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1000 ways to love your neighbour during Coronavirus

Wednesday 18 March 2020

Communications Office
 
“I want to pray for all of the priests, the creativity of priests who think of a thousand ways to be with the people so that the people don’t feel alone.”
Pope Francis in his 15 March Angelus address. 
 
As the COVID-19 Coronavirus outbreak continues to spread, normal life in increasingly disrupted. Restrictions on mass gatherings are now a global phenomenon with many libraries, museums, restaurants and schools closing. We’ve been told to wash our hands much more and see people much less, leaving our homes only when necessary.
 
Archbishop Peter A Comensoli has encouraged us to get creative with the ways that we reach out to others in our community. At this time of uncertainty and possible social isolation, the people of God in Melbourne and beyond are invited to lead the way in loving and caring for each other and for those vulnerable people in our communities (while social distancing).   
 
It's a time when each of the baptised should intentionally commit to this affirmative action during the coronavirus pandemic. Some are calling this the ‘Me & You + 2’ response. This simply means: take care of yourself and your loved ones, and one other potentially vulnerable person. Everyone--young, old and in-between has this calling and capacity.
 
Fortunately, our digital age provides a raft of ways to reach out and love our neighbour during the threat of Coronavirus. Here are some suggestions: 
 
Make a call
‘Every hand we don’t shake must become a phone call we make’. Be generous with phone calls, text messages, emails with photos, Facetime, WhatsApp. Kids, call your parents and grandparents; parents and grandparents, call your children and grandchildren. It's especially important to take the time to call people in your life who you might not speak to very often. 
 
Send a letter 
Tried and true ways are also necessary. Rediscover the lost art of letter writing with friends and family in addition to phone calls and FaceTime. Send get well cards, letters and if you feel particularly artistic, try sending a drawing. 
 
Do the shopping 
Get in touch with elderly or vulnerable people in your community and offer help with their shopping. Ensuring they have adequate provisions in this time is one of the most valuable acts of service you can offer. 
 
Join or set up a volunteer help group
During this time when supermarket shelves are often empty, community groups are springing up across Facebook finding ways to provide excess food supplies and toilet paper to people who need it, and providing up to date information on shops that still carry stock of various items.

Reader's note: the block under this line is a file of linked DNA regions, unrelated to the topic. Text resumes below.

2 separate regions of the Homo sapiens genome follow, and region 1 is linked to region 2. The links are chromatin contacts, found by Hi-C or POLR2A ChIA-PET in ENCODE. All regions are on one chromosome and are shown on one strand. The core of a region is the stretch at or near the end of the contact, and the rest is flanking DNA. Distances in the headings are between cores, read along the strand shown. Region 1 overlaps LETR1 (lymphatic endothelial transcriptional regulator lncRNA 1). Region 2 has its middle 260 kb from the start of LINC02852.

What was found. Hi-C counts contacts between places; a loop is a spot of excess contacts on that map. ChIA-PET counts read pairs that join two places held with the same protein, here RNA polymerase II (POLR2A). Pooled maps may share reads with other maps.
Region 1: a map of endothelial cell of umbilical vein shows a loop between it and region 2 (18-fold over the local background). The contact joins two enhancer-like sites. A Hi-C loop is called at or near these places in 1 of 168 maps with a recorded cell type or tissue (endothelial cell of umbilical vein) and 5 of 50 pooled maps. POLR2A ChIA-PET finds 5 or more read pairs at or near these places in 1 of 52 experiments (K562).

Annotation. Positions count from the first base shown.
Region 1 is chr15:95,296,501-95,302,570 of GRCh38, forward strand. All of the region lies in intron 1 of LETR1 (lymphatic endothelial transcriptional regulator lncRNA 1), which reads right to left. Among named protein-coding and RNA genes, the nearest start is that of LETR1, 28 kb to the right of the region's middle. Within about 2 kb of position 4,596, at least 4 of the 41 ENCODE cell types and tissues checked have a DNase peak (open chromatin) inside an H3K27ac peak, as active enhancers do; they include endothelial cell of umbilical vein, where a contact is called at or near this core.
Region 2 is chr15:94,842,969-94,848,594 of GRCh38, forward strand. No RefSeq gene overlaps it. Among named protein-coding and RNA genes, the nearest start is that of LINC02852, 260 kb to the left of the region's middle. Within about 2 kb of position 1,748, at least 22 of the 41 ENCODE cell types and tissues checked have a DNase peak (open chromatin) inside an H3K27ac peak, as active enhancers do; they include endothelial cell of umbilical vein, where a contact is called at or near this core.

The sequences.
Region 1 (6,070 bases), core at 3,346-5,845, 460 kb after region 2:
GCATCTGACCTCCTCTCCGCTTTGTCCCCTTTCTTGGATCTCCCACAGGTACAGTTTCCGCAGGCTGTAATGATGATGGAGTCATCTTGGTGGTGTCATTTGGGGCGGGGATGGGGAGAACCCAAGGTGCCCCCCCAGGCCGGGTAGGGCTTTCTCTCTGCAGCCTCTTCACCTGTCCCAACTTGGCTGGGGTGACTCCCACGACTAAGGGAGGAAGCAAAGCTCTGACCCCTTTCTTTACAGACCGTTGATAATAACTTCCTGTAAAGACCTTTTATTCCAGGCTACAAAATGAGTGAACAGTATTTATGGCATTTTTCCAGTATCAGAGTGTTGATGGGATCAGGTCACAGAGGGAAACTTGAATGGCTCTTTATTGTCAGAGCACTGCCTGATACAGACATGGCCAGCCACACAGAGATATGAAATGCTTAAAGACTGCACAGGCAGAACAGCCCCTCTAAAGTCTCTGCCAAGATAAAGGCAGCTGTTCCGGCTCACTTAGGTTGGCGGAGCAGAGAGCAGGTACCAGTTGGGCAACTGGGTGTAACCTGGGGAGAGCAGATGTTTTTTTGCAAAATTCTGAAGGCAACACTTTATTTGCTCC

Shop local  
Local business owners are our neighbours too, and while national corporations will be able to weather these rough times, smaller businesses may struggle over the next few weeks. Where you can, shop local.    
 
Fight the hoarding impulse
Over-stockpiling leads to a shortage of essential provisions for more vulnerable communities that don't have the means or opportunity. Buy in moderation, so others are also able to meet their needs.   
 
Ask how you can help 
Check in with neighbours and people who may be socially isolated and ask how you can help. Particularly if you’re in a lower-risk group, reach out to people in your community and see what you can do. It might be picking up groceries or prescriptions or offer a chat, or a photo to make them smile. These "Kindness cards" templates can be used to drop in your neighbours' letterboxes.
 
Create care packages
With members of your parish, create care packages for people in your community who are isolated, especially those who may suffer financial strain over the coming weeks.  
 
These suggestions are aimed at inspiring action. Feel free to expand or adapt it for use at the local level and incorporate a community database with names of those needing assistance. However you go about loving your neighbour, together and individually we can create a strong web of love to hold and care for everyone as this crisis unfolds.“Truly I tell you, just as you did it to one of the least of these who are my members of my family you did to me.” Matt 25: 40 NRSV
 
We’ll keep updating these lists throughout the week. If you have any more ideas about how to help your local community, please let us know by contacting communications@cam.org.au and we'll include them here.  
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